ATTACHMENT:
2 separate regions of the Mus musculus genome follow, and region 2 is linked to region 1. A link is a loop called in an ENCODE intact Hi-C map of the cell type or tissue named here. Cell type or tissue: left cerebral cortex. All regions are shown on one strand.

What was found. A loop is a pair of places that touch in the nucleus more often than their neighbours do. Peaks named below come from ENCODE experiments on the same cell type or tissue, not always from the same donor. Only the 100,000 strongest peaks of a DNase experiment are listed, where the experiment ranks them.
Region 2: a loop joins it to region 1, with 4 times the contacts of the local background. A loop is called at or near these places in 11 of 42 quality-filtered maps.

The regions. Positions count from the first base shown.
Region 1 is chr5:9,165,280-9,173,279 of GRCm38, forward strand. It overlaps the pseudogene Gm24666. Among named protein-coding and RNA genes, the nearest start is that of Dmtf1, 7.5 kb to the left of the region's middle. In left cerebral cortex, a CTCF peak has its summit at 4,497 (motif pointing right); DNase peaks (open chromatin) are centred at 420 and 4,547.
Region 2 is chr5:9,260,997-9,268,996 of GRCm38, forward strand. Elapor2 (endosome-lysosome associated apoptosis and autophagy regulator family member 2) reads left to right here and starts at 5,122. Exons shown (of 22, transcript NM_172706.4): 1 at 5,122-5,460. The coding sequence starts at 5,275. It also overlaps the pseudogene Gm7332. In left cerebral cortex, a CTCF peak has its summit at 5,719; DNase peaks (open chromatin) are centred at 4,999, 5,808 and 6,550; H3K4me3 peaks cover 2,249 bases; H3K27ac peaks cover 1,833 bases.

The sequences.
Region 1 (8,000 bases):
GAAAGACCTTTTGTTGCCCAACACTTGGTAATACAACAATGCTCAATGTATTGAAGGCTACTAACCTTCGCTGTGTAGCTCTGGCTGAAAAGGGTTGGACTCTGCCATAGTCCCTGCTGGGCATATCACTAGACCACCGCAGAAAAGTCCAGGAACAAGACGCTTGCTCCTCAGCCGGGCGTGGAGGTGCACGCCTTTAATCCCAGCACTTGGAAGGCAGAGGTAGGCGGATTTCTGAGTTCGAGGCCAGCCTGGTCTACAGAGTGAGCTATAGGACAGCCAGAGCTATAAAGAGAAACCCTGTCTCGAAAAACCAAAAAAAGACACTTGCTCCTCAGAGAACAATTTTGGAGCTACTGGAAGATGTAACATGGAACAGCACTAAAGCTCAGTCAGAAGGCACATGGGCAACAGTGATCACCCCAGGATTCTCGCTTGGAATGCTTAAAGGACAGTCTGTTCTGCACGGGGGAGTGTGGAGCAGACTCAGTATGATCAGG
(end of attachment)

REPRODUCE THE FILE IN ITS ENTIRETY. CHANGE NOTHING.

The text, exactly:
2 separate regions of the Mus musculus genome follow, and region 2 is linked to region 1. A link is a loop called in an ENCODE intact Hi-C map of the cell type or tissue named here. Cell type or tissue: left cerebral cortex. All regions are shown on one strand.

What was found. A loop is a pair of places that touch in the nucleus more often than their neighbours do. Peaks named below come from ENCODE experiments on the same cell type or tissue, not always from the same donor. Only the 100,000 strongest peaks of a DNase experiment are listed, where the experiment ranks them.
Region 2: a loop joins it to region 1, with 4 times the contacts of the local background. A loop is called at or near these places in 11 of 42 quality-filtered maps.

The regions. Positions count from the first base shown.
Region 1 is chr5:9,165,280-9,173,279 of GRCm38, forward strand. It overlaps the pseudogene Gm24666. Among named protein-coding and RNA genes, the nearest start is that of Dmtf1, 7.5 kb to the left of the region's middle. In left cerebral cortex, a CTCF peak has its summit at 4,497 (motif pointing right); DNase peaks (open chromatin) are centred at 420 and 4,547.
Region 2 is chr5:9,260,997-9,268,996 of GRCm38, forward strand. Elapor2 (endosome-lysosome associated apoptosis and autophagy regulator family member 2) reads left to right here and starts at 5,122. Exons shown (of 22, transcript NM_172706.4): 1 at 5,122-5,460. The coding sequence starts at 5,275. It also overlaps the pseudogene Gm7332. In left cerebral cortex, a CTCF peak has its summit at 5,719; DNase peaks (open chromatin) are centred at 4,999, 5,808 and 6,550; H3K4me3 peaks cover 2,249 bases; H3K27ac peaks cover 1,833 bases.

The sequences.
Region 1 (8,000 bases):
GAAAGACCTTTTGTTGCCCAACACTTGGTAATACAACAATGCTCAATGTATTGAAGGCTACTAACCTTCGCTGTGTAGCTCTGGCTGAAAAGGGTTGGACTCTGCCATAGTCCCTGCTGGGCATATCACTAGACCACCGCAGAAAAGTCCAGGAACAAGACGCTTGCTCCTCAGCCGGGCGTGGAGGTGCACGCCTTTAATCCCAGCACTTGGAAGGCAGAGGTAGGCGGATTTCTGAGTTCGAGGCCAGCCTGGTCTACAGAGTGAGCTATAGGACAGCCAGAGCTATAAAGAGAAACCCTGTCTCGAAAAACCAAAAAAAGACACTTGCTCCTCAGAGAACAATTTTGGAGCTACTGGAAGATGTAACATGGAACAGCACTAAAGCTCAGTCAGAAGGCACATGGGCAACAGTGATCACCCCAGGATTCTCGCTTGGAATGCTTAAAGGACAGTCTGTTCTGCACGGGGGAGTGTGGAGCAGACTCAGTATGATCAGG